15 AUGUST 1947, Page 13



AT a time when spivs and gunmen's molls are rampaging behind some of the brightest of London's footlights and when comedies mis-fire right and left, Shakespeare has the free run of a small corner of Regent's Park (shelter if wet) and has just lately ducked into one of our smallest theatres for a brief season between seasons. The blame for this state of affairs cannot be wholly passed to those who own or manage our theatres ; it is just another indication that the body cultural is in no better case than the body politic. It is true that the Third Programme has brushed the dust off many stage classics ; but now even in that smokeless air the writings of Shake- speare are seen not in the form of mighty dramas, not even as honest kersey English, but as something interestingly translatable into French or Spanish.

There is every circumstantial reason, then, even if the play were not reason enough in itself, why lovers of what is best in the theatre should visit the Bolton where Mr. John Wyse is putting on Romeo and 7uliet. The auditoritm is small, the stage is small, but Mr. Wyse's achievement is not to be measured in square feet. One must allow a certain cramping effect in the scenes of fight or revelry, because on a small stage there can be no fine gradations of crowd-effect. Take one man off and you have more than one too few ; put the same man on again and you have more than one too many. The arithmetic of illusion has laws of its own. Within the limits of those laws every scene requiring movement goes with a fine Elizabethan vigour.

Of the players in the main parts only Miss Eileen "I'homdike as the Nurse and Mr. John Witty as Mercutio seemed fully set from the word go—both excellent pivots upon which the other characters could swing into full action. Miss Isobel Dean as Juliet was uncer- tain in her beginning, but it was an exquisite experience to find one- self responding in a way that is possible only in a small theatre to each moment's gain in sureness as she moved towards the heart of poetry in the tremulous beauty of the balcony scene, and later at the drinking of the potion swept up to full dramatic intensity. Mr. Allan Cuthbertson's playing of Romeo satisfied ; hesitating on the threshold of brilliance it may yet cross it. A clean, strong and honest pro- duction with moments of power and none of weakness.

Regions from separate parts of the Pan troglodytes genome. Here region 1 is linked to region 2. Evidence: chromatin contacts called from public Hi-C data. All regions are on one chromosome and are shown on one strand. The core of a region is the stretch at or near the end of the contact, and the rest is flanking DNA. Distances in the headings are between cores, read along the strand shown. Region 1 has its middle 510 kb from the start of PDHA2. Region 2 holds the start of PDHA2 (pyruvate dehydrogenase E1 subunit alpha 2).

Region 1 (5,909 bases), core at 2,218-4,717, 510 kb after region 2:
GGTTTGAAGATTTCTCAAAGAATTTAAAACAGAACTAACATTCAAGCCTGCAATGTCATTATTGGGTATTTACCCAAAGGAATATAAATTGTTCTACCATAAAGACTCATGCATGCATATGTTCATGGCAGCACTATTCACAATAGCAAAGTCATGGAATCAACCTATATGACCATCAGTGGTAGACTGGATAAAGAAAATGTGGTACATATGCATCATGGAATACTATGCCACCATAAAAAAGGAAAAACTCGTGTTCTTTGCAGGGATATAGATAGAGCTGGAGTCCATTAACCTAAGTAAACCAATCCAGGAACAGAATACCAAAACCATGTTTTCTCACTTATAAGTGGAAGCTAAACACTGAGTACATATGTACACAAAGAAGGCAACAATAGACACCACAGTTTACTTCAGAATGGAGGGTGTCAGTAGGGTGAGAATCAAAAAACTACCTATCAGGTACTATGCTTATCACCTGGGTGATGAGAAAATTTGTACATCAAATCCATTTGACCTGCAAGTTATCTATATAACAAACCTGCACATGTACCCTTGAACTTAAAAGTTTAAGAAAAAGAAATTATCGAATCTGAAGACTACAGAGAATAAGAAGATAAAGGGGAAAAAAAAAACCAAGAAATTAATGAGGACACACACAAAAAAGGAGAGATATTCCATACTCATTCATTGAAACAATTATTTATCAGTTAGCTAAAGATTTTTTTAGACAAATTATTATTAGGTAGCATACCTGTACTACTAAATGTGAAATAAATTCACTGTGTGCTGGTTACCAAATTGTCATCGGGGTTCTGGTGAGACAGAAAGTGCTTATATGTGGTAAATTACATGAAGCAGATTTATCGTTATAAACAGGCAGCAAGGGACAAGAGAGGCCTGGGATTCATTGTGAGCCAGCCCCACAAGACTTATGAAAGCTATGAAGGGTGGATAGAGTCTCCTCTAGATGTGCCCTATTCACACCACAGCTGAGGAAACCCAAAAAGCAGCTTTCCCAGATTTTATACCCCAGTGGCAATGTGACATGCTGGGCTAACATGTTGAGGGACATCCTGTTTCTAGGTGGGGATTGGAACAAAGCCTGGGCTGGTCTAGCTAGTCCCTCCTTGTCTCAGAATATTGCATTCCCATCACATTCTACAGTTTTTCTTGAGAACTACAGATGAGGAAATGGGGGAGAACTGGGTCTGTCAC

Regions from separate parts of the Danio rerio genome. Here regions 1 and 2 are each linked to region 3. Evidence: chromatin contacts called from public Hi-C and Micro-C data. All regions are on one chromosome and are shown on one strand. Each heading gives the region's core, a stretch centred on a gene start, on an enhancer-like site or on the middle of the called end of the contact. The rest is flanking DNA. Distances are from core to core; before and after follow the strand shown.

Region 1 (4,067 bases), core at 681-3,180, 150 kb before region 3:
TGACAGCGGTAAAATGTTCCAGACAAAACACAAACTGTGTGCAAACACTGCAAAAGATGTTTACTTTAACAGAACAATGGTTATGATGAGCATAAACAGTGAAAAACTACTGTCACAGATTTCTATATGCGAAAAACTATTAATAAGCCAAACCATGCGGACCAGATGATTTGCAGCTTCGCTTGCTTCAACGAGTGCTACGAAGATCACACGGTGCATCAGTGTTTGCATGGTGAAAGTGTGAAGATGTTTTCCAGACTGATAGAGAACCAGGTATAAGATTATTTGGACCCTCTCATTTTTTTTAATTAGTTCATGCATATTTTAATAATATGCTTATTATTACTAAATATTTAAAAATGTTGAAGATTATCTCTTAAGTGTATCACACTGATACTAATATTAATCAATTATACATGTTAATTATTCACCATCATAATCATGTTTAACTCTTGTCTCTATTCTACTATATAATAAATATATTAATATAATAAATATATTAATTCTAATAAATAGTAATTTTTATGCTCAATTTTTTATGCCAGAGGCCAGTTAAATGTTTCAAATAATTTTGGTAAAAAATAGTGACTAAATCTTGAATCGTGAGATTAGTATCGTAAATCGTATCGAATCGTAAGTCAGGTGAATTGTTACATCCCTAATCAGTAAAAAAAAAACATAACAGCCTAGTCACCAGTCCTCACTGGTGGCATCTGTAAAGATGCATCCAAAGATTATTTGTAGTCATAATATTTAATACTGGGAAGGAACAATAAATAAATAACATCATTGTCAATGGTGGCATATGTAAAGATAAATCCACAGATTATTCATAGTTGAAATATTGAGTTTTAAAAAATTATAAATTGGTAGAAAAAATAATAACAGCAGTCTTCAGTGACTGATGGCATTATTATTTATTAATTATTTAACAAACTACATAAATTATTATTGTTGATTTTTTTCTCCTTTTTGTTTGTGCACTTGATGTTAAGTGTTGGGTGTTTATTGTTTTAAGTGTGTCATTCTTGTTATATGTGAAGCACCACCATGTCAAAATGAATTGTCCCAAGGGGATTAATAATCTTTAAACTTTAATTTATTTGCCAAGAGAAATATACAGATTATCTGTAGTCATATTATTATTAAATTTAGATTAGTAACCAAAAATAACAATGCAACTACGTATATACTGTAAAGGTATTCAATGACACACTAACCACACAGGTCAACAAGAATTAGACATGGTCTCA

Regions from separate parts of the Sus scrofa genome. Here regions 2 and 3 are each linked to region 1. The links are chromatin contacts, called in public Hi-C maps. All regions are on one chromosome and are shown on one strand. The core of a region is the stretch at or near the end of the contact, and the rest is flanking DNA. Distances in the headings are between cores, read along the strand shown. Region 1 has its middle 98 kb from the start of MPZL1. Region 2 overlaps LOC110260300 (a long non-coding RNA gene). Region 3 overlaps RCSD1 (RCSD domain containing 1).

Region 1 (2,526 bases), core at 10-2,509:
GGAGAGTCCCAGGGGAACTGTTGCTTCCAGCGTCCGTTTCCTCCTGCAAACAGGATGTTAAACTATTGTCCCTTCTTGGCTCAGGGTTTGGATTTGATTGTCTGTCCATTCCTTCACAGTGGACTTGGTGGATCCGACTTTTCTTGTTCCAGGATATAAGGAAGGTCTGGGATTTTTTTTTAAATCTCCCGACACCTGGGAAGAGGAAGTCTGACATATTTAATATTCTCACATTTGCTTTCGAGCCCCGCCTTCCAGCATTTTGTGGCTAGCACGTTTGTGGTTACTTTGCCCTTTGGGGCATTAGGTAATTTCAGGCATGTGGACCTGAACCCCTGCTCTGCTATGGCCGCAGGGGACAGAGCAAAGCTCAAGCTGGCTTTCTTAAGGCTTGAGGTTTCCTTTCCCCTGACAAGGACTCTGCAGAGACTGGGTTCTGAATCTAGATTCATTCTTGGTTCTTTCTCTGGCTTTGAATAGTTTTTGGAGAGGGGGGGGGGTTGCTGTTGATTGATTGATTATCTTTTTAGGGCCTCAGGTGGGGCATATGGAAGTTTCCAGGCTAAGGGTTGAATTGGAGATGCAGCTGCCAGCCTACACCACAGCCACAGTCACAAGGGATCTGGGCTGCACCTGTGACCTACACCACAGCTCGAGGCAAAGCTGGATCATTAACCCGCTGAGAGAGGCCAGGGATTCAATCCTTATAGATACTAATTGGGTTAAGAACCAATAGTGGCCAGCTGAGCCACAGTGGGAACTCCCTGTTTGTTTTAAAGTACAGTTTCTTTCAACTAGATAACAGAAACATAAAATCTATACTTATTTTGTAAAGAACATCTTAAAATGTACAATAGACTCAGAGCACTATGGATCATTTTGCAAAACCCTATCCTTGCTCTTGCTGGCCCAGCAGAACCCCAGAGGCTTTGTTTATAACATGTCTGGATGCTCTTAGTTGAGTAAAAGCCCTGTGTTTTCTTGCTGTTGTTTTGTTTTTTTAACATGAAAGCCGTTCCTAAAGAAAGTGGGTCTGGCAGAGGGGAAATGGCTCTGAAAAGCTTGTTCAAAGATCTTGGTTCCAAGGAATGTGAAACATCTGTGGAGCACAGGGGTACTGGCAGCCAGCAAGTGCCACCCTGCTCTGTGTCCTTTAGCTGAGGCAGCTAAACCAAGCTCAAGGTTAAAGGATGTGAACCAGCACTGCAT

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The Germans have never had much of a reputation for wit or humour, and in the words of the programme note which Mr. Ashley Dukes has written for his English version of Trapeze in the Vatican it is " strange and unexpected " that in these times a comedy should come out of that tragic country at all. But even that is not so strange as the fact that Mr. Dukes has brought this one out, or the Arts Theatre given it stage-room. For this is a long-drawn joke which scarcely raises a smile, a drama in which suspense is an intrusion, and a piece of stagecraft barren of any fresh invention or device what-. soever ; the definition of comedy has not yet been elaborated which could reasonably include this piece within its terms of reference.

An acrobat seeks sanctuary in Vatican City. A marriage of con- venience is arranged between him and an ambassador's daughter, Julia.. Following an old dramatic convention, the marriage of con- venience proliferates into a marriage of love. Inconveniences like the girl's former lover and her infant daughter are easily shed—and that's about all there is to it. Except when he does a couple of forward rolls on the ambassadorial carpet, Mr. Hedley Briggs as the acrobat is as convincing as anyone could be in this play. The other players concerned do not hide the fact that they are not at home in Vatican City.